Public health communications are designed to tackle significant medical issues such as obesity, AIDS, and cancer. For example, what message can best combat the growing obesity epidemic? Are educational messages effective at increasing condom use? Should cancer prevention messages stress the health risks of too much sun exposure? These are not just medical problems. These are fundamentally questions about perception, beliefs, and behavior. Psychologists bring a unique expertise to these questions and are finding consequential, and often non-intuitive, answers.
In our own recent research, we investigated the psychological repercussions of the American Medical Association’s decision to label obesity a disease. As our waistlines continue to expand—approximately 35% of Americans are categorized as obese compared to just 15% of Americans a mere 30 years ago—it is not surprising that the AMA sought to change the way we approach this complex issue by declaring obesity a disease. With this decision, the medical profession hoped to highlight the dire consequences of the growing epidemic and to elicit more resources for research and treatment. However, as psychologists, we wanted to understand how the “obesity is a disease” message changes the behavior of the people the AMA is trying to help.
To examine the psychological consequences, we first randomly assigned over 700 participants, across three studies, to read either an article describing the decision of the AMA to label obesity a disease or to a control condition article. The control article either argued that obesity should not be a disease or stressed the importance of eating less and exercising more. After reading the assigned article, participants answered questions about their attitudes regarding weight and health. We found that obese individuals in the disease, relative to the control condition, reported less concern about their weight and placed less importance on dieting for health reasons. And, importantly their reduced concern for weight led to higher calorie food choices.
Next, we sought to explore the reasons for these different attitudes and food choices. Disease is a term suggesting that our bodies are not functioning optimally. Thus, we expected this message to promote the perception that weight is unchangeable. Indeed, as physicians debated the pros and cons of the AMA’s decision, some noted that an unintended consequence might be that patients would now view obesity as something they have no control over. Using the same methods reported above, we ran two additional studies, this time assessing beliefs about the controllability of weight and examining motivational costs of these changes in beliefs. Across two studies, participants given the “obesity is a disease” argument reported a stronger belief in the fixed, unchangeable nature of weight. And, this had motivational costs, including reduced value placed on weight-related goals.
Psychological research on the unanticipated effects of public health messages goes beyond the obesity epidemic. For example, critics of behavioral interventions aimed at reducing teen pregnancy and HIV argue that educational messages about condoms encourage adolescent sexual behavior. However, the opposite occurs. The interventions not only reduce the frequency of sex but also decrease the number of sexual partners while also encouraging greater condom use. Another example involves messages designed to promote sunscreen use. At first glance, it may seem irrelevant whether this message tells people, “using sunscreen decreases your risk of cancer” or whether it says, “not using sunscreen increases your risk of developing cancer.” However, this difference is meaningful for motivating healthy behavior: the first message is gain-based and is more effective at encouraging prevention behaviors, such as using sunscreen. The latter message is loss-based framing and is more effective at promoting detection behaviors such as cancer screenings.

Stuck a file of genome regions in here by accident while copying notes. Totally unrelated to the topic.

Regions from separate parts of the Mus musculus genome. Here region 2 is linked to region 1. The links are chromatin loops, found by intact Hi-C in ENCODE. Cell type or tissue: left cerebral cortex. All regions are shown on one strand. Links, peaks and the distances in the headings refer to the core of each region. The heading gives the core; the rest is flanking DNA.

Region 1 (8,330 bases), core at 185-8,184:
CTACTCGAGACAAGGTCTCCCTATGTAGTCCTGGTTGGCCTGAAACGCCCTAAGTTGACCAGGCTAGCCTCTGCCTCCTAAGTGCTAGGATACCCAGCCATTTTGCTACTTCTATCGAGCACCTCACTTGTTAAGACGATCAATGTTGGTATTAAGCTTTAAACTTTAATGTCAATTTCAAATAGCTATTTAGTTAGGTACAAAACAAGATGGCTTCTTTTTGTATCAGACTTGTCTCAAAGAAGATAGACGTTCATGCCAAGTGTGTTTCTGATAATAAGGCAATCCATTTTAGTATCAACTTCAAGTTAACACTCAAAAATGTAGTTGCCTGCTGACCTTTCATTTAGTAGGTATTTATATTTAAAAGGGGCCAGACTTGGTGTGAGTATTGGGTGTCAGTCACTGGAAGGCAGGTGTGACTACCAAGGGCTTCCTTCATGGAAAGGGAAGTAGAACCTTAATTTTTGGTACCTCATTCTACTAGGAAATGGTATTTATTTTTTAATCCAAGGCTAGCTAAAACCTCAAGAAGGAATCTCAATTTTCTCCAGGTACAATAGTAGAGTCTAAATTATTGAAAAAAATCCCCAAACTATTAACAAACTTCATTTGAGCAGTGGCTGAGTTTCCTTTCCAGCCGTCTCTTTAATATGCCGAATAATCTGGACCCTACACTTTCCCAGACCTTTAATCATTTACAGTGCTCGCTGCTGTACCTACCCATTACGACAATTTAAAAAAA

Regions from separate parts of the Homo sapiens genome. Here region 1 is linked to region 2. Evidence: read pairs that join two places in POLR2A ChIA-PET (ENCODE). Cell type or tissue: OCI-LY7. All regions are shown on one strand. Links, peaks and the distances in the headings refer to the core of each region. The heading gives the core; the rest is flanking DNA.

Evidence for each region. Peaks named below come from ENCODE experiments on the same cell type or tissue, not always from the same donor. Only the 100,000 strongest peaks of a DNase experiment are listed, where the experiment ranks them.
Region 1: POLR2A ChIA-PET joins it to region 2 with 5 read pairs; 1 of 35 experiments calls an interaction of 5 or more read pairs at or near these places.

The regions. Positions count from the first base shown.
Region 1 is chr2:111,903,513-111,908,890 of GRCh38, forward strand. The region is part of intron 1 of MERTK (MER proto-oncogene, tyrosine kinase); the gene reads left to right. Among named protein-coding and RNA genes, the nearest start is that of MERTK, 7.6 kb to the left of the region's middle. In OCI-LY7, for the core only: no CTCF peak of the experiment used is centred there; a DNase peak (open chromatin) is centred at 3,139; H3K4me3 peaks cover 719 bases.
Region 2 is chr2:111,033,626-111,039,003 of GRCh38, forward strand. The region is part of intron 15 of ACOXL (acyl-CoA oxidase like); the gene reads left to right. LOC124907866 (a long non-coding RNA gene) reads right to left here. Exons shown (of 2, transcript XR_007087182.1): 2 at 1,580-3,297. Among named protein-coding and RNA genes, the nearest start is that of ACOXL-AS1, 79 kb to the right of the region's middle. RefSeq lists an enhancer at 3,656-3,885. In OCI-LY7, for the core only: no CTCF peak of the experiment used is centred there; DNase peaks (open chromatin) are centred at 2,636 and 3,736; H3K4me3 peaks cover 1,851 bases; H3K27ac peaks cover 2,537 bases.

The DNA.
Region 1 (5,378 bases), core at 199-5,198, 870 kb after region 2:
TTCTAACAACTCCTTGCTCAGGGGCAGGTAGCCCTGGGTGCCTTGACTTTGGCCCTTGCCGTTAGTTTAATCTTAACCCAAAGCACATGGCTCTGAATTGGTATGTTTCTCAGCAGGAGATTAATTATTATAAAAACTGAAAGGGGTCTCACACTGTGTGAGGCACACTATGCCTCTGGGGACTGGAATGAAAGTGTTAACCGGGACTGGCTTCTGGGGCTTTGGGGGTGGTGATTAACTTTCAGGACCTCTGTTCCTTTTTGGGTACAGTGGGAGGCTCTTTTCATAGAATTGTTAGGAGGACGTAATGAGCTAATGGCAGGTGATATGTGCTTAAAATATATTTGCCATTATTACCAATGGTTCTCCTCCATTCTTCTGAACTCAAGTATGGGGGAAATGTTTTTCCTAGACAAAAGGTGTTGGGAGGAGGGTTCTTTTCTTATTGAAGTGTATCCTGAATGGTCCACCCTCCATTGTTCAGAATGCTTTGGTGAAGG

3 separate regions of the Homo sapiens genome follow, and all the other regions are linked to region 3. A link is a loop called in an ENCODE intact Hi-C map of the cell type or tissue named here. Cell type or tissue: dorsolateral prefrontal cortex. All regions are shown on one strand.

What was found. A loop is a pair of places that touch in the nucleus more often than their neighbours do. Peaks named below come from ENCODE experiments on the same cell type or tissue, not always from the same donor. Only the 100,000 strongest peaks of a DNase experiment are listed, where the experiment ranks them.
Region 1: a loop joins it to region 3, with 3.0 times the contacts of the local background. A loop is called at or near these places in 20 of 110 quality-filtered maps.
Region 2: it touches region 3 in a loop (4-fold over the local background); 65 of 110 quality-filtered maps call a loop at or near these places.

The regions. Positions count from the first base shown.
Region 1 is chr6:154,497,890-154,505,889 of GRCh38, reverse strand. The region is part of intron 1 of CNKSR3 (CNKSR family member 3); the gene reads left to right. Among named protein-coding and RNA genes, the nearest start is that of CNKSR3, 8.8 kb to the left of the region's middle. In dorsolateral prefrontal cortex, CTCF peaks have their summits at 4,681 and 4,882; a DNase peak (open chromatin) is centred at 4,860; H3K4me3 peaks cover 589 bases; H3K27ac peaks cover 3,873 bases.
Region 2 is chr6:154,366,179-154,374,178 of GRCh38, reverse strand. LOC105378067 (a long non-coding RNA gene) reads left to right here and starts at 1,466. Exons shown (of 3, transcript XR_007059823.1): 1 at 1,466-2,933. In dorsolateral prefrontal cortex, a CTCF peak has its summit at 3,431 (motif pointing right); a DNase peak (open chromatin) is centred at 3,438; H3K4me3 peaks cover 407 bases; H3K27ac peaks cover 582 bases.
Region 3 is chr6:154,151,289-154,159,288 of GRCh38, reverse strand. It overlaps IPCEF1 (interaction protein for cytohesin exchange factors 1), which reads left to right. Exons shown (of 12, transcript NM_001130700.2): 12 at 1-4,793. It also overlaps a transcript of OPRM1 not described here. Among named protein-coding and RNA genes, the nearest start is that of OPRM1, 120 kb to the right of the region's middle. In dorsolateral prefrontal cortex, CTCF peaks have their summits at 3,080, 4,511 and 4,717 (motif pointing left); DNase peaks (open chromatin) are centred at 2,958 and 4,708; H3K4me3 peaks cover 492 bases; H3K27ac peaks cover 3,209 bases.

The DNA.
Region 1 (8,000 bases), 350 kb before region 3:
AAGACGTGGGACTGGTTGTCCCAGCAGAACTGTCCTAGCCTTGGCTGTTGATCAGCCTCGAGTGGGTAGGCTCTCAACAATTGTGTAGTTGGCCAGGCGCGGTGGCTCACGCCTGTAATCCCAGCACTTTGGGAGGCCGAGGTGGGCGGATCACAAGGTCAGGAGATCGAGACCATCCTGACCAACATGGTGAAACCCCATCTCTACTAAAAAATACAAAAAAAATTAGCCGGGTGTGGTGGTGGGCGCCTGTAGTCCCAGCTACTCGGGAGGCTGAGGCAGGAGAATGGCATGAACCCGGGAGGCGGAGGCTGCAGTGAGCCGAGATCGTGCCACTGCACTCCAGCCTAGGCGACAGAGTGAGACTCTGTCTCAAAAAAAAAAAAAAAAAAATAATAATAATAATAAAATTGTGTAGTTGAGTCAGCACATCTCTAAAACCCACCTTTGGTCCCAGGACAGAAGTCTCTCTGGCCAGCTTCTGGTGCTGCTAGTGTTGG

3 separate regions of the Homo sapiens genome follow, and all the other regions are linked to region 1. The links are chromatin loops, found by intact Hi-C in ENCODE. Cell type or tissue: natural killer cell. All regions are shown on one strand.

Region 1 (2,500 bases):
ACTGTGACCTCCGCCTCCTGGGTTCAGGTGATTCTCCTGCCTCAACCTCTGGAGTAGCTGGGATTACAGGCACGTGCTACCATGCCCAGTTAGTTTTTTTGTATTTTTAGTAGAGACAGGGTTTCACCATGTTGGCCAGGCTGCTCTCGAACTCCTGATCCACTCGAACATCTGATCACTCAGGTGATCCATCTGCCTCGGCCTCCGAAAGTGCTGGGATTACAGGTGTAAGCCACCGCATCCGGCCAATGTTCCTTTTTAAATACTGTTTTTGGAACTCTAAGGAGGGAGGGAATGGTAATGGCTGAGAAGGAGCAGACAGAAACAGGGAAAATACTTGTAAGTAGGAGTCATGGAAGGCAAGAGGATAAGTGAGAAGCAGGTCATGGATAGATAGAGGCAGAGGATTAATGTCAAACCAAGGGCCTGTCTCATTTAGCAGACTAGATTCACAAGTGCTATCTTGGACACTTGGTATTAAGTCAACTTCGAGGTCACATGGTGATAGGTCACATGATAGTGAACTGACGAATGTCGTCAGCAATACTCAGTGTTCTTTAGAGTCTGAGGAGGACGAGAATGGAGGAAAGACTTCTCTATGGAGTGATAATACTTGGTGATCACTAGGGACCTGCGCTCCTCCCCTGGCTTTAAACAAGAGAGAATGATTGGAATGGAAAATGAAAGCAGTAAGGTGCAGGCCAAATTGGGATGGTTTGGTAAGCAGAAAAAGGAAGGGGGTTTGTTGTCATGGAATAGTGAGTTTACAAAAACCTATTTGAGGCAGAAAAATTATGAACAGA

Understanding public health labels and messages is not a matter of intuition. And, when such vital issues as obesity, AIDS and cancer are on the table scientific evidence is critical. To best tackle these public health issues, we need the data — all available data — to inform that quest. This includes the “harder” medical science as well as the “softer” psychological or social side. As health care concerns and costs mount in the United States, the importance of integrating psychology with public health research is increasingly germane. Yet, many people are not aware of the critical role the social sciences can play in promoting a healthier society. This is evidenced in the U.S. House of Representatives’ recent debates over bills to dramatically cut social science research funding. It is becoming more and more clear that social scientists have an obligation to better explain why and how our sciences contribute to questions of national importance.
Are you a scientist who specializes in neuroscience, cognitive science, or psychology? And have you read a recent peer-reviewed paper that you would like to write about? Please send suggestions to Mind Matters editor Gareth Cook, a Pulitzer prize-winning journalist and regular contributor to NewYorker.com. Gareth is also the series editor of Best American Infographics, and can be reached at garethideas AT gmail dot com or Twitter @garethideas.